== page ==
REFILE-Italy yields fall further as Moody's lifts ratings outlook

Mon Feb 17, 2014 3:35am EST

Related Topics

* Italy 10-year yields within sight of 8-year lows

* PD leader Renzi poised to lead new government

* Moody's move on ratings outlook adds to firm tone

By Emelia Sithole-Matarise

LONDON, Feb 17 (Reuters) - Italian bond yields fell near eight-year lows on Monday after ratings agency Moody's lifted its outlook on the country's credit rating to "stable" from negative as Rome prepared for a new government.

The move late on Friday came after centre-left leader Matteo Renzi led the ouster of party rival Enrico Letta last week, a move largely welcomed by investors encouraged by Renzi's pledge for a more ambitious government.

Moody's said in a statement it had improved its outlook on the euro-zone's third largest economy on the back of Italy's resilient financial strength, sinking funding costs and diminished risk the state may have to use resources to help recapitalise its banks. It affirmed its rating at Baa2.

Italian bonds extended last week's rally, pushing yields near their lowest since early 2006 and reversing some of their underperformance of Spanish peers.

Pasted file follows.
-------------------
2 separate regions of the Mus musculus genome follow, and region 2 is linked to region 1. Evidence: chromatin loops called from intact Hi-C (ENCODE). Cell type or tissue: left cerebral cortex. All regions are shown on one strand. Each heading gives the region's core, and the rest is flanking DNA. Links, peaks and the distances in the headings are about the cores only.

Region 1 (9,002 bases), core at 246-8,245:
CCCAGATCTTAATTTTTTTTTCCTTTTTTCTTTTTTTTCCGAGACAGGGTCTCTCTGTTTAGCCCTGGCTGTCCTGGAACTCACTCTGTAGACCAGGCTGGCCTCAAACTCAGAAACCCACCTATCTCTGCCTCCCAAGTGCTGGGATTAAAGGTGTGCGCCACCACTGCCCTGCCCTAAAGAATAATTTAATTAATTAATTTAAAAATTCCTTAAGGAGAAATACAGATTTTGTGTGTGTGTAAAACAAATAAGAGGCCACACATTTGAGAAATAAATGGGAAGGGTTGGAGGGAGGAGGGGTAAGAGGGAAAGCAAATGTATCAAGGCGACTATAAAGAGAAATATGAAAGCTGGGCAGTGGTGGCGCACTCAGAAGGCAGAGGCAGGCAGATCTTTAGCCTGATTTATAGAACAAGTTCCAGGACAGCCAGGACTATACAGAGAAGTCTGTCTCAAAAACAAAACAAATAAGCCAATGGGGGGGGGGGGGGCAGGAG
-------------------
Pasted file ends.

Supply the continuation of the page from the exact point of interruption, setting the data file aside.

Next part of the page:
"The Moody's upgrade to a stable outlook is good news in its own right ... The market overall has been resilient to recent political uncertainty," said Chris Clark, a strategist at ICAP.

"The broad consensus is that a Renzi administration would have both the ability and willingness to drive economic reforms through parliament and all that is seen as broadly positive for Italy."

Italian 10-year yields were 4 basis points down at 3.64 percent, taking them just 2 bps shy of lows last seen in February 2006, according to Reuters data. They have fallen around 15 basis points since late last week when the centre-left leadership forced Letta to resign after 10 months as prime minister.

Renzi, who has promised radical reforms to get the country out of an economic quagmire characterised by public debt equivalent to 130 percent of total economic output and the highest unemployment since the 1970s, is expected to be named prime minister on Monday.

Moody's expects Italy's debt-to-GDP ratio to peak this year at below 135 percent and said Letta's exit and expectations Renzi will head a new government did not change its forecasts.

"We do not expect a reversal of the current positive momentum for the Italian debt market, and any progress on the reform agenda is likely to strengthen the market sentiment," Barclays Capital strategists said in a note.

At the euro zone's core, German Bund futures were 22 ticks down at 143.38 ticks as a firmer tone in riskier assets such as equities following a stabilisation in emerging markets cooled demand for safe-haven bonds.

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